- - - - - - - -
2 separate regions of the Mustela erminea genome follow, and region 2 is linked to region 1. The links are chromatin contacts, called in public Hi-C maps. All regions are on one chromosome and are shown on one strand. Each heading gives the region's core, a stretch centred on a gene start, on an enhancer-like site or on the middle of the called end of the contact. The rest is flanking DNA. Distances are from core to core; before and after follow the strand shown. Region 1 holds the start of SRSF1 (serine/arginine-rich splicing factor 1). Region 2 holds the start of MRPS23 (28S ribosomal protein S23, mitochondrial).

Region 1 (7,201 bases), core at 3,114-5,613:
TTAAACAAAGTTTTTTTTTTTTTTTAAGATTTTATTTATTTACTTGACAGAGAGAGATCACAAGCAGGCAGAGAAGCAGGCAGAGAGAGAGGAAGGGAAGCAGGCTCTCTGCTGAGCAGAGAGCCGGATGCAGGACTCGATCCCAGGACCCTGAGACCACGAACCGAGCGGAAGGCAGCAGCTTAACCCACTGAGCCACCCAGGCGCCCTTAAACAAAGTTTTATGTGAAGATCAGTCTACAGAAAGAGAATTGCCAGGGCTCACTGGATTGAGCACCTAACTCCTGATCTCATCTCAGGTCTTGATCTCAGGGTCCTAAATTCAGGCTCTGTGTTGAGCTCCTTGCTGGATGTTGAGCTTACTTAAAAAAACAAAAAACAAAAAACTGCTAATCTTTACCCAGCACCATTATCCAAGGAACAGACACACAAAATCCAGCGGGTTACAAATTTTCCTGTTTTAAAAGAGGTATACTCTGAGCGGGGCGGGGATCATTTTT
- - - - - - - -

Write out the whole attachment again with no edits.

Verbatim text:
2 separate regions of the Mustela erminea genome follow, and region 2 is linked to region 1. The links are chromatin contacts, called in public Hi-C maps. All regions are on one chromosome and are shown on one strand. Each heading gives the region's core, a stretch centred on a gene start, on an enhancer-like site or on the middle of the called end of the contact. The rest is flanking DNA. Distances are from core to core; before and after follow the strand shown. Region 1 holds the start of SRSF1 (serine/arginine-rich splicing factor 1). Region 2 holds the start of MRPS23 (28S ribosomal protein S23, mitochondrial).

Region 1 (7,201 bases), core at 3,114-5,613:
TTAAACAAAGTTTTTTTTTTTTTTTAAGATTTTATTTATTTACTTGACAGAGAGAGATCACAAGCAGGCAGAGAAGCAGGCAGAGAGAGAGGAAGGGAAGCAGGCTCTCTGCTGAGCAGAGAGCCGGATGCAGGACTCGATCCCAGGACCCTGAGACCACGAACCGAGCGGAAGGCAGCAGCTTAACCCACTGAGCCACCCAGGCGCCCTTAAACAAAGTTTTATGTGAAGATCAGTCTACAGAAAGAGAATTGCCAGGGCTCACTGGATTGAGCACCTAACTCCTGATCTCATCTCAGGTCTTGATCTCAGGGTCCTAAATTCAGGCTCTGTGTTGAGCTCCTTGCTGGATGTTGAGCTTACTTAAAAAAACAAAAAACAAAAAACTGCTAATCTTTACCCAGCACCATTATCCAAGGAACAGACACACAAAATCCAGCGGGTTACAAATTTTCCTGTTTTAAAAGAGGTATACTCTGAGCGGGGCGGGGATCATTTTT